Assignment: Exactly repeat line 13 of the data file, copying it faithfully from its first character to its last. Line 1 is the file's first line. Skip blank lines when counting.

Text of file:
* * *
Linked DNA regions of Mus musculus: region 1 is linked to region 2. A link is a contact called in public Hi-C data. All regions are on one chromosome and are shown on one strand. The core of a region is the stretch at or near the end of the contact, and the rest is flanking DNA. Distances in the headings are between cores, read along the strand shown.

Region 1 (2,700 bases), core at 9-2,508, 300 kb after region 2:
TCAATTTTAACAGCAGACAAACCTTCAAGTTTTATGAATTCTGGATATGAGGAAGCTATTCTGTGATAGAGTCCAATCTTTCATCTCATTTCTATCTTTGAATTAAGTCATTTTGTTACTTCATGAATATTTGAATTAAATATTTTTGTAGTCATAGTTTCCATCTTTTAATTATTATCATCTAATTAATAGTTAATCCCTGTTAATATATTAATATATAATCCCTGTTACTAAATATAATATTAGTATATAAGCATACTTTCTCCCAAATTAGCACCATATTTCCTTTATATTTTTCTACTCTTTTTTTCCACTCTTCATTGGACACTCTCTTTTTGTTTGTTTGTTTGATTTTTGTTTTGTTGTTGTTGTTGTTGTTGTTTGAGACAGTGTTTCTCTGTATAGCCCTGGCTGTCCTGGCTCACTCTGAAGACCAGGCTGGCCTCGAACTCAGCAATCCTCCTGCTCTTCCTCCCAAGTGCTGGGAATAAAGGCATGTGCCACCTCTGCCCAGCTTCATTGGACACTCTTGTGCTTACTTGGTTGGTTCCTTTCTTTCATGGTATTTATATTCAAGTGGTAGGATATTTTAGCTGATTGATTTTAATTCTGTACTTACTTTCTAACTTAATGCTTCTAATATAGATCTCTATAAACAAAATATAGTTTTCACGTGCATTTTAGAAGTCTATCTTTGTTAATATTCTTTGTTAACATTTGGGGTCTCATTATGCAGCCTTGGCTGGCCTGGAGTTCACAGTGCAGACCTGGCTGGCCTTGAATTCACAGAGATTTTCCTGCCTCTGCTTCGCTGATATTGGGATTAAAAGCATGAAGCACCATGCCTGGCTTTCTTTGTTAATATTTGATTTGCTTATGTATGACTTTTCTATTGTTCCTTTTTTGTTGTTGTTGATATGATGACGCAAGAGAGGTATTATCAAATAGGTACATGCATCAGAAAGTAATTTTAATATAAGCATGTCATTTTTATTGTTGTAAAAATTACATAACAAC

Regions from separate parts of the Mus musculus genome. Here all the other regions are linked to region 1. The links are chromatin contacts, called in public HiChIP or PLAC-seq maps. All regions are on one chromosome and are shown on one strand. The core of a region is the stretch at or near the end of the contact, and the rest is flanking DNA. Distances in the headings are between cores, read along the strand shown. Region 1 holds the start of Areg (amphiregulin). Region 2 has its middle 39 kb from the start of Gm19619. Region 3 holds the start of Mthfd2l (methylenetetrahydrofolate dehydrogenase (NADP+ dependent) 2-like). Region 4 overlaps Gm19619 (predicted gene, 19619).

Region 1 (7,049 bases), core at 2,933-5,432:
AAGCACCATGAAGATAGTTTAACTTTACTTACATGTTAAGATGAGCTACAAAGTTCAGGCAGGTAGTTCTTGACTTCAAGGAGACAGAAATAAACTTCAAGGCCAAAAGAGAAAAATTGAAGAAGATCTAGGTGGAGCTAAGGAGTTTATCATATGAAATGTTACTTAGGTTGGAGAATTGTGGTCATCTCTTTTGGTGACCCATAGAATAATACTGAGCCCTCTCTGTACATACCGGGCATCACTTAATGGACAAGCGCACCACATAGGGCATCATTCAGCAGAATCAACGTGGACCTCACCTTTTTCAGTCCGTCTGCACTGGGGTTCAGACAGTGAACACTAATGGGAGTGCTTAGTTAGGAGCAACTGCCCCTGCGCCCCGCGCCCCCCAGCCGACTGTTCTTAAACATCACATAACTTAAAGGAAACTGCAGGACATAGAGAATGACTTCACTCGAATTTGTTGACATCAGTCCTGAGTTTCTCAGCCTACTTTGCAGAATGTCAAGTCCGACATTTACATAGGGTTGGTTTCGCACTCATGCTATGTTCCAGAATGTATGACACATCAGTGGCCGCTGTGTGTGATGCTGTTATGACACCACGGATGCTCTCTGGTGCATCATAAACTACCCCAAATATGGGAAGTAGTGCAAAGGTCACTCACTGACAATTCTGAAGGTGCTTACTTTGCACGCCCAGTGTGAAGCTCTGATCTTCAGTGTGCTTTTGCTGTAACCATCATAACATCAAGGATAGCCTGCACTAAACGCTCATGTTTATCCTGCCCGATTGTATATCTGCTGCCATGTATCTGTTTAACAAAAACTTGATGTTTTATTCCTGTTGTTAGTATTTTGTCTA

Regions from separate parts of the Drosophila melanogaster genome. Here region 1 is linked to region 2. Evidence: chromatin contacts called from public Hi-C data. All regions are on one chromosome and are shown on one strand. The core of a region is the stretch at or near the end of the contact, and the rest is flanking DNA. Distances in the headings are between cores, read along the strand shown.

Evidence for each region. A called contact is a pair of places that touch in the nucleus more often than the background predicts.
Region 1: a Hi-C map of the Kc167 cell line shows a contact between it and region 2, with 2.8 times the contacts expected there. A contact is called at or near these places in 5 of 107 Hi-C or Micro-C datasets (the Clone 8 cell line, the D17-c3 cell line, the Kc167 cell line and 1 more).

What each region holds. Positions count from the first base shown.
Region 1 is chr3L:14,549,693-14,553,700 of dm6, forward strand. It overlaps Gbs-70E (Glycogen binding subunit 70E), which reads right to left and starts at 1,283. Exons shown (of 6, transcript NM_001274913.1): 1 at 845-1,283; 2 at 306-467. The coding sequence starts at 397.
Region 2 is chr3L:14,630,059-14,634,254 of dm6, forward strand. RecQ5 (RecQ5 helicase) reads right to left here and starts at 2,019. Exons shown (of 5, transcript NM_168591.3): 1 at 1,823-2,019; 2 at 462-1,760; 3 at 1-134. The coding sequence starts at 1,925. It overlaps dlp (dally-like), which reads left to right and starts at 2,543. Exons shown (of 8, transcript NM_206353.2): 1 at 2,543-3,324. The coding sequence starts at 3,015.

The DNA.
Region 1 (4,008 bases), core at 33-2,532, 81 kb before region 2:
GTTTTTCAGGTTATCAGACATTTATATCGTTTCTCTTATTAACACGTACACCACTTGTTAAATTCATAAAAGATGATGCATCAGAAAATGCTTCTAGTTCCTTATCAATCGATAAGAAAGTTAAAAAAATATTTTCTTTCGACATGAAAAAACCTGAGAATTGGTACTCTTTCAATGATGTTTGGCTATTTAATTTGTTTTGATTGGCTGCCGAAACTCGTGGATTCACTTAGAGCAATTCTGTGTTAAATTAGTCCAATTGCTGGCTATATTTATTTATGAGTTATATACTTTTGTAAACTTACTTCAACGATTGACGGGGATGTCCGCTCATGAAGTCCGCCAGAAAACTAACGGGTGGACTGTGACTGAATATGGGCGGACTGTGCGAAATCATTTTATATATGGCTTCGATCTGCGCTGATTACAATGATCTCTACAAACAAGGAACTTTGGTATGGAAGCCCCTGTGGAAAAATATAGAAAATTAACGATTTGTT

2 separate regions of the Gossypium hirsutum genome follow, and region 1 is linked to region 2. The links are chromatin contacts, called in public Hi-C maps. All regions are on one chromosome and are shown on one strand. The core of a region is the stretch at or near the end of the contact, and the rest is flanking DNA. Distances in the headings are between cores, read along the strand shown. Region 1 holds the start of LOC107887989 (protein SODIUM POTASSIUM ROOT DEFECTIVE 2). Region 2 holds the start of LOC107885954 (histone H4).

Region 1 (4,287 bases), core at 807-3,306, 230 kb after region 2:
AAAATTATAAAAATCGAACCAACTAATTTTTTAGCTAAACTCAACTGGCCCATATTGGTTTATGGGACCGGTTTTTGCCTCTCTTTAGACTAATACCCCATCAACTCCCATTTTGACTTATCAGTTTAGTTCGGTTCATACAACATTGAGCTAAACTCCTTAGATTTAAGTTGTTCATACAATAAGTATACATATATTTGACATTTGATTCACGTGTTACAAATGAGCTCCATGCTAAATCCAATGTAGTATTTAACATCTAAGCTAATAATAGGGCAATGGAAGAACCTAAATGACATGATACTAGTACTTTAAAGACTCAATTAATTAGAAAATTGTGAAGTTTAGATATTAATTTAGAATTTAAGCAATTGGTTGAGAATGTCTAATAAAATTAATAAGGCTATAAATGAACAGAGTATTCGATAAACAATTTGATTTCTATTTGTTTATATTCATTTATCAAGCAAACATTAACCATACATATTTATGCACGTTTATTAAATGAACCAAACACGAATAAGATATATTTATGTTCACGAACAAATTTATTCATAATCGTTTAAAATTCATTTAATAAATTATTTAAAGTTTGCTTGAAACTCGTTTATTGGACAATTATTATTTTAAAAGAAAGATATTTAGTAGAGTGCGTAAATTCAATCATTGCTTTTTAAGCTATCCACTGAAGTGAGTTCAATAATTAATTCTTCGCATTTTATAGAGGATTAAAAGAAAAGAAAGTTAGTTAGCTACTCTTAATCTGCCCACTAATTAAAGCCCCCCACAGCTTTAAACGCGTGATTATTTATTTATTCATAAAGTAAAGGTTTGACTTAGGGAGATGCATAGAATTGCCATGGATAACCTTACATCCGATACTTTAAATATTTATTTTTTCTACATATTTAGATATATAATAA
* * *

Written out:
The DNA.